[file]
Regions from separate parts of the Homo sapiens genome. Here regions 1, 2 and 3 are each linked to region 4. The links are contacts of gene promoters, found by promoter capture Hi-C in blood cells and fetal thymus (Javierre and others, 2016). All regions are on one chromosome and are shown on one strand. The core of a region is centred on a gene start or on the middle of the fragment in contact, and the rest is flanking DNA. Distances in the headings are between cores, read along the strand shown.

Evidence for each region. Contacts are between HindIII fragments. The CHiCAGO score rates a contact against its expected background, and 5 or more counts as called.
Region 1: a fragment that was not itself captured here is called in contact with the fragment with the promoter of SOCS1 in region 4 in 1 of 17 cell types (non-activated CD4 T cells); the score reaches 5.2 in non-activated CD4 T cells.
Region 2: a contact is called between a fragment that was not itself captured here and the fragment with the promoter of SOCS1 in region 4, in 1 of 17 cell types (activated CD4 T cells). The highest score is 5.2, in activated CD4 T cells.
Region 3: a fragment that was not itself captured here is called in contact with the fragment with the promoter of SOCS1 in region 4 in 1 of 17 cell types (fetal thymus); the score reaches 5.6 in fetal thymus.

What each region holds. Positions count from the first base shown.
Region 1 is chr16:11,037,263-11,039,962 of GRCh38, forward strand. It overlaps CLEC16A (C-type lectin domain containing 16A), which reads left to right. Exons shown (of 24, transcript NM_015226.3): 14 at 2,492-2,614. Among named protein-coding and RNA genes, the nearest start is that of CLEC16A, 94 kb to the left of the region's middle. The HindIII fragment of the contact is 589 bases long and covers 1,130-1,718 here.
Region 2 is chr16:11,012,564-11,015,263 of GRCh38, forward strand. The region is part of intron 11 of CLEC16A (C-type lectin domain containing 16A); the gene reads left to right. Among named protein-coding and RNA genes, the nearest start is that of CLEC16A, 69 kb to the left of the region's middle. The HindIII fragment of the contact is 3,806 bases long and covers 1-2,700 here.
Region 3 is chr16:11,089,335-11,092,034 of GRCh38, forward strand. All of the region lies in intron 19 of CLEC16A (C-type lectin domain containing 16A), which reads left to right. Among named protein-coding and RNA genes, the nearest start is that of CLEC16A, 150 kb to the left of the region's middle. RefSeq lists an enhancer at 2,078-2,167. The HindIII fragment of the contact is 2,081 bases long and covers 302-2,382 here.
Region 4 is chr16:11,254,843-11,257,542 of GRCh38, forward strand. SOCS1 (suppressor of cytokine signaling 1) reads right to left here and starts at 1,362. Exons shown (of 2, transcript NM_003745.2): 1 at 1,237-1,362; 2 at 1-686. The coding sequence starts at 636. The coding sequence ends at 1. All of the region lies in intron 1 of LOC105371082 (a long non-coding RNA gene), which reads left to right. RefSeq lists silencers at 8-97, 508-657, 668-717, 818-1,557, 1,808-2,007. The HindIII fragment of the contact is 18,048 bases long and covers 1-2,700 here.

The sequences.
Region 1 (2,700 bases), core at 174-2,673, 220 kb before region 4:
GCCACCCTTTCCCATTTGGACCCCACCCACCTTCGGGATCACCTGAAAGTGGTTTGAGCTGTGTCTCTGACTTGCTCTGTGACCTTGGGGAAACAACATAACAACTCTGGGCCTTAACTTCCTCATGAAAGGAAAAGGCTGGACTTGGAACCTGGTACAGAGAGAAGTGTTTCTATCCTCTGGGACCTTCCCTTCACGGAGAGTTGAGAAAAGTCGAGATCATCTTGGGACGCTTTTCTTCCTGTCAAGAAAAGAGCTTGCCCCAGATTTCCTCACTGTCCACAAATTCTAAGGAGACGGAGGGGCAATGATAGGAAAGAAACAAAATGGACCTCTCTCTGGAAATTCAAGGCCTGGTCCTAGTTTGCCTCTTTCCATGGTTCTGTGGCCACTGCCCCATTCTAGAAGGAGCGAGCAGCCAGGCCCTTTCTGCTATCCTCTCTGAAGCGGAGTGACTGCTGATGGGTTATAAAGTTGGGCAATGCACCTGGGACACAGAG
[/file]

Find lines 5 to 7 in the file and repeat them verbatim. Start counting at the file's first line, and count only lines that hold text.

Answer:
Region 3: a fragment that was not itself captured here is called in contact with the fragment with the promoter of SOCS1 in region 4 in 1 of 17 cell types (fetal thymus); the score reaches 5.6 in fetal thymus.

What each region holds. Positions count from the first base shown.
Region 1 is chr16:11,037,263-11,039,962 of GRCh38, forward strand. It overlaps CLEC16A (C-type lectin domain containing 16A), which reads left to right. Exons shown (of 24, transcript NM_015226.3): 14 at 2,492-2,614. Among named protein-coding and RNA genes, the nearest start is that of CLEC16A, 94 kb to the left of the region's middle. The HindIII fragment of the contact is 589 bases long and covers 1,130-1,718 here.